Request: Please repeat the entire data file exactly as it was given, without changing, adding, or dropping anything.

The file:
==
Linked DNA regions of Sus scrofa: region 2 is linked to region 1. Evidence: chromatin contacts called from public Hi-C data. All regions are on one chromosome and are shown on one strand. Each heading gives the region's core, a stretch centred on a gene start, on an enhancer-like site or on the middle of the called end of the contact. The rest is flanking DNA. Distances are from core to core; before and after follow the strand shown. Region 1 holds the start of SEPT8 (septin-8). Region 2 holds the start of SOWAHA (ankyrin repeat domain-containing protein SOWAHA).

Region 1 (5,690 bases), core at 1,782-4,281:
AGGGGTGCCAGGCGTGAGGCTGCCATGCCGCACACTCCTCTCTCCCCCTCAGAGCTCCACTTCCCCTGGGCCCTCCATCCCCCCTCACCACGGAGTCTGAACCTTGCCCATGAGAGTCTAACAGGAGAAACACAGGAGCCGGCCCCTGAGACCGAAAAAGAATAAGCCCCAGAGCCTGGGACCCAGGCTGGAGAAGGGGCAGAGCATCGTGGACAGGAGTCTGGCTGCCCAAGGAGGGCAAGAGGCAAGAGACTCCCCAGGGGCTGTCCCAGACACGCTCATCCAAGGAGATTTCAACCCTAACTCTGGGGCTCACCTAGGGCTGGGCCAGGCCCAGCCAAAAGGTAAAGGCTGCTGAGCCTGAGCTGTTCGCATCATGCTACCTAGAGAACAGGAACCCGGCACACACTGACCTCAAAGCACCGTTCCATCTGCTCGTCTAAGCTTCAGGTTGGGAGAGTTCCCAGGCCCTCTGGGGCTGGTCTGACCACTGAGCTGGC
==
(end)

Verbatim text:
Linked DNA regions of Sus scrofa: region 2 is linked to region 1. Evidence: chromatin contacts called from public Hi-C data. All regions are on one chromosome and are shown on one strand. Each heading gives the region's core, a stretch centred on a gene start, on an enhancer-like site or on the middle of the called end of the contact. The rest is flanking DNA. Distances are from core to core; before and after follow the strand shown. Region 1 holds the start of SEPT8 (septin-8). Region 2 holds the start of SOWAHA (ankyrin repeat domain-containing protein SOWAHA).

Region 1 (5,690 bases), core at 1,782-4,281:
AGGGGTGCCAGGCGTGAGGCTGCCATGCCGCACACTCCTCTCTCCCCCTCAGAGCTCCACTTCCCCTGGGCCCTCCATCCCCCCTCACCACGGAGTCTGAACCTTGCCCATGAGAGTCTAACAGGAGAAACACAGGAGCCGGCCCCTGAGACCGAAAAAGAATAAGCCCCAGAGCCTGGGACCCAGGCTGGAGAAGGGGCAGAGCATCGTGGACAGGAGTCTGGCTGCCCAAGGAGGGCAAGAGGCAAGAGACTCCCCAGGGGCTGTCCCAGACACGCTCATCCAAGGAGATTTCAACCCTAACTCTGGGGCTCACCTAGGGCTGGGCCAGGCCCAGCCAAAAGGTAAAGGCTGCTGAGCCTGAGCTGTTCGCATCATGCTACCTAGAGAACAGGAACCCGGCACACACTGACCTCAAAGCACCGTTCCATCTGCTCGTCTAAGCTTCAGGTTGGGAGAGTTCCCAGGCCCTCTGGGGCTGGTCTGACCACTGAGCTGGC